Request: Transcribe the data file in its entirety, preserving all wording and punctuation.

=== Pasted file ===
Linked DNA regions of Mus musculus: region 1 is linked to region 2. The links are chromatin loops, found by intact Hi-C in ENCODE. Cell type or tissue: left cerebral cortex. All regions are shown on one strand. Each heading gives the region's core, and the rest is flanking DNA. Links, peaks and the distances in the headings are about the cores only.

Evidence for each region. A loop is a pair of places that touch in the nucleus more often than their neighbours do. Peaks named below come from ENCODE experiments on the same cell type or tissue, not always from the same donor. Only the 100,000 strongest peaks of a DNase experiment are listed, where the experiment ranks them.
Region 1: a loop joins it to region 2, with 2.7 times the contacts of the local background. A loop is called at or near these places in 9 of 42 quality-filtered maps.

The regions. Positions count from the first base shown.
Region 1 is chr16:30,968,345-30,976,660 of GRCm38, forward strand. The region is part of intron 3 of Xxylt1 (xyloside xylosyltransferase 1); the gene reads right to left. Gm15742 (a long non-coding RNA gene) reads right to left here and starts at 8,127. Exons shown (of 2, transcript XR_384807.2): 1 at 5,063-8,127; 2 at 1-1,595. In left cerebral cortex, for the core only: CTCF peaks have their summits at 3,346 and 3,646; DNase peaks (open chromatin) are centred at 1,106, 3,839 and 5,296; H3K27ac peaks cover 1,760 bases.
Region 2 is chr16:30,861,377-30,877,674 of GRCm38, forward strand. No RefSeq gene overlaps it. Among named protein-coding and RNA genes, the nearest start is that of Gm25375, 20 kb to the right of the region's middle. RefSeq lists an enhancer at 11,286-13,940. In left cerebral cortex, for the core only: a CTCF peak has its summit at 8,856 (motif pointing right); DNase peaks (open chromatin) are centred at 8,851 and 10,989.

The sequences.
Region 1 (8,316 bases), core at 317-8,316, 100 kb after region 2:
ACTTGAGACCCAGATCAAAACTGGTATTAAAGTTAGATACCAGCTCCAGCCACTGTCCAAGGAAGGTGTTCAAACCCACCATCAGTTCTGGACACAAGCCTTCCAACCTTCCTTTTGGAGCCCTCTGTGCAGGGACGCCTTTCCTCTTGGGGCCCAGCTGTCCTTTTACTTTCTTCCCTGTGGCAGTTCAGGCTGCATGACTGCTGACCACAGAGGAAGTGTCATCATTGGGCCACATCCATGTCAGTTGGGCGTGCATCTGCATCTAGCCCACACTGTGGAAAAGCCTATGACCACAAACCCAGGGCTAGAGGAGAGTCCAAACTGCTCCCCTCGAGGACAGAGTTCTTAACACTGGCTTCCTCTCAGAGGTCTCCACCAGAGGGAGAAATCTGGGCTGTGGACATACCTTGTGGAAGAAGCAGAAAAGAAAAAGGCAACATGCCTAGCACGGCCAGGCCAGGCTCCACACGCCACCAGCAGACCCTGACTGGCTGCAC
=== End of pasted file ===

Linked DNA regions of Mus musculus: region 1 is linked to region 2. The links are chromatin loops, found by intact Hi-C in ENCODE. Cell type or tissue: left cerebral cortex. All regions are shown on one strand. Each heading gives the region's core, and the rest is flanking DNA. Links, peaks and the distances in the headings are about the cores only.

Evidence for each region. A loop is a pair of places that touch in the nucleus more often than their neighbours do. Peaks named below come from ENCODE experiments on the same cell type or tissue, not always from the same donor. Only the 100,000 strongest peaks of a DNase experiment are listed, where the experiment ranks them.
Region 1: a loop joins it to region 2, with 2.7 times the contacts of the local background. A loop is called at or near these places in 9 of 42 quality-filtered maps.

The regions. Positions count from the first base shown.
Region 1 is chr16:30,968,345-30,976,660 of GRCm38, forward strand. The region is part of intron 3 of Xxylt1 (xyloside xylosyltransferase 1); the gene reads right to left. Gm15742 (a long non-coding RNA gene) reads right to left here and starts at 8,127. Exons shown (of 2, transcript XR_384807.2): 1 at 5,063-8,127; 2 at 1-1,595. In left cerebral cortex, for the core only: CTCF peaks have their summits at 3,346 and 3,646; DNase peaks (open chromatin) are centred at 1,106, 3,839 and 5,296; H3K27ac peaks cover 1,760 bases.
Region 2 is chr16:30,861,377-30,877,674 of GRCm38, forward strand. No RefSeq gene overlaps it. Among named protein-coding and RNA genes, the nearest start is that of Gm25375, 20 kb to the right of the region's middle. RefSeq lists an enhancer at 11,286-13,940. In left cerebral cortex, for the core only: a CTCF peak has its summit at 8,856 (motif pointing right); DNase peaks (open chromatin) are centred at 8,851 and 10,989.

The sequences.
Region 1 (8,316 bases), core at 317-8,316, 100 kb after region 2:
ACTTGAGACCCAGATCAAAACTGGTATTAAAGTTAGATACCAGCTCCAGCCACTGTCCAAGGAAGGTGTTCAAACCCACCATCAGTTCTGGACACAAGCCTTCCAACCTTCCTTTTGGAGCCCTCTGTGCAGGGACGCCTTTCCTCTTGGGGCCCAGCTGTCCTTTTACTTTCTTCCCTGTGGCAGTTCAGGCTGCATGACTGCTGACCACAGAGGAAGTGTCATCATTGGGCCACATCCATGTCAGTTGGGCGTGCATCTGCATCTAGCCCACACTGTGGAAAAGCCTATGACCACAAACCCAGGGCTAGAGGAGAGTCCAAACTGCTCCCCTCGAGGACAGAGTTCTTAACACTGGCTTCCTCTCAGAGGTCTCCACCAGAGGGAGAAATCTGGGCTGTGGACATACCTTGTGGAAGAAGCAGAAAAGAAAAAGGCAACATGCCTAGCACGGCCAGGCCAGGCTCCACACGCCACCAGCAGACCCTGACTGGCTGCAC